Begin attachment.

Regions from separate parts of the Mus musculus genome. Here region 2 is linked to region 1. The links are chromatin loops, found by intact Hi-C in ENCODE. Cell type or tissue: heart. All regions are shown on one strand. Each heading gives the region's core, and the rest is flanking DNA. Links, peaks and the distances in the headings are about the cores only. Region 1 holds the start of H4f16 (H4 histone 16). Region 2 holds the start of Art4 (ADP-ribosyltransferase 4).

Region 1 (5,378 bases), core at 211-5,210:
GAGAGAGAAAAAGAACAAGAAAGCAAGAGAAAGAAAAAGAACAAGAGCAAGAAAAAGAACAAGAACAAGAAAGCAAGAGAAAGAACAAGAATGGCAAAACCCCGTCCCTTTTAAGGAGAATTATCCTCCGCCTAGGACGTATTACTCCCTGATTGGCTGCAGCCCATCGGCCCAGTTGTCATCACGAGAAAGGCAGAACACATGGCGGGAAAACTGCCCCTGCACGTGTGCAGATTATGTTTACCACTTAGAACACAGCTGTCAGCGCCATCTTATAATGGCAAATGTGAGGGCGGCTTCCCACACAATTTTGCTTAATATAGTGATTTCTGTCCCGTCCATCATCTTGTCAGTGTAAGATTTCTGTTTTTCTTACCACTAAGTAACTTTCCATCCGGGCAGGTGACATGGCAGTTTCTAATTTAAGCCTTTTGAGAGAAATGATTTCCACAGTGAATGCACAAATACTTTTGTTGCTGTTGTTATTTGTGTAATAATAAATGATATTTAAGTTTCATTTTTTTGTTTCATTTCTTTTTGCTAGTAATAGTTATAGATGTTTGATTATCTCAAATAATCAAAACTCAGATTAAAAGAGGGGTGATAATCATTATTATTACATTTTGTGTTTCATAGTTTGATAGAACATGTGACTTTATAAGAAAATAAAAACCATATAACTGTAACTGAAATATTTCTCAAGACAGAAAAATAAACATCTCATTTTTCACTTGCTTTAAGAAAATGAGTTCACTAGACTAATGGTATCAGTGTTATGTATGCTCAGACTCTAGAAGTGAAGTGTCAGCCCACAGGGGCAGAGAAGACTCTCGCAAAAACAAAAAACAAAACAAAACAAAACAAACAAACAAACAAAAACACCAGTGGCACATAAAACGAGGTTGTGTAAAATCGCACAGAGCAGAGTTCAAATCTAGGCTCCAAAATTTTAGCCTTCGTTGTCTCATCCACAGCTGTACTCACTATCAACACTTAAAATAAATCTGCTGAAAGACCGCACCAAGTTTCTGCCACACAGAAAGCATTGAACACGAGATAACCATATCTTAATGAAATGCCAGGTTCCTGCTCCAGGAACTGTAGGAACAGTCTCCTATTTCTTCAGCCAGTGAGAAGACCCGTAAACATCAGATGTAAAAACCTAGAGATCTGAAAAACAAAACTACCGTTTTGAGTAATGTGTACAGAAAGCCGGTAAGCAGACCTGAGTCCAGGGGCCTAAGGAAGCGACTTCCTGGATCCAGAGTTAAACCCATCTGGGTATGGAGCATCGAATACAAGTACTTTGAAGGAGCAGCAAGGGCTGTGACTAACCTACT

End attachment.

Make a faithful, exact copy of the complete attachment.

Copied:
Regions from separate parts of the Mus musculus genome. Here region 2 is linked to region 1. The links are chromatin loops, found by intact Hi-C in ENCODE. Cell type or tissue: heart. All regions are shown on one strand. Each heading gives the region's core, and the rest is flanking DNA. Links, peaks and the distances in the headings are about the cores only. Region 1 holds the start of H4f16 (H4 histone 16). Region 2 holds the start of Art4 (ADP-ribosyltransferase 4).

Region 1 (5,378 bases), core at 211-5,210:
GAGAGAGAAAAAGAACAAGAAAGCAAGAGAAAGAAAAAGAACAAGAGCAAGAAAAAGAACAAGAACAAGAAAGCAAGAGAAAGAACAAGAATGGCAAAACCCCGTCCCTTTTAAGGAGAATTATCCTCCGCCTAGGACGTATTACTCCCTGATTGGCTGCAGCCCATCGGCCCAGTTGTCATCACGAGAAAGGCAGAACACATGGCGGGAAAACTGCCCCTGCACGTGTGCAGATTATGTTTACCACTTAGAACACAGCTGTCAGCGCCATCTTATAATGGCAAATGTGAGGGCGGCTTCCCACACAATTTTGCTTAATATAGTGATTTCTGTCCCGTCCATCATCTTGTCAGTGTAAGATTTCTGTTTTTCTTACCACTAAGTAACTTTCCATCCGGGCAGGTGACATGGCAGTTTCTAATTTAAGCCTTTTGAGAGAAATGATTTCCACAGTGAATGCACAAATACTTTTGTTGCTGTTGTTATTTGTGTAATAATAAATGATATTTAAGTTTCATTTTTTTGTTTCATTTCTTTTTGCTAGTAATAGTTATAGATGTTTGATTATCTCAAATAATCAAAACTCAGATTAAAAGAGGGGTGATAATCATTATTATTACATTTTGTGTTTCATAGTTTGATAGAACATGTGACTTTATAAGAAAATAAAAACCATATAACTGTAACTGAAATATTTCTCAAGACAGAAAAATAAACATCTCATTTTTCACTTGCTTTAAGAAAATGAGTTCACTAGACTAATGGTATCAGTGTTATGTATGCTCAGACTCTAGAAGTGAAGTGTCAGCCCACAGGGGCAGAGAAGACTCTCGCAAAAACAAAAAACAAAACAAAACAAAACAAACAAACAAACAAAAACACCAGTGGCACATAAAACGAGGTTGTGTAAAATCGCACAGAGCAGAGTTCAAATCTAGGCTCCAAAATTTTAGCCTTCGTTGTCTCATCCACAGCTGTACTCACTATCAACACTTAAAATAAATCTGCTGAAAGACCGCACCAAGTTTCTGCCACACAGAAAGCATTGAACACGAGATAACCATATCTTAATGAAATGCCAGGTTCCTGCTCCAGGAACTGTAGGAACAGTCTCCTATTTCTTCAGCCAGTGAGAAGACCCGTAAACATCAGATGTAAAAACCTAGAGATCTGAAAAACAAAACTACCGTTTTGAGTAATGTGTACAGAAAGCCGGTAAGCAGACCTGAGTCCAGGGGCCTAAGGAAGCGACTTCCTGGATCCAGAGTTAAACCCATCTGGGTATGGAGCATCGAATACAAGTACTTTGAAGGAGCAGCAAGGGCTGTGACTAACCTACT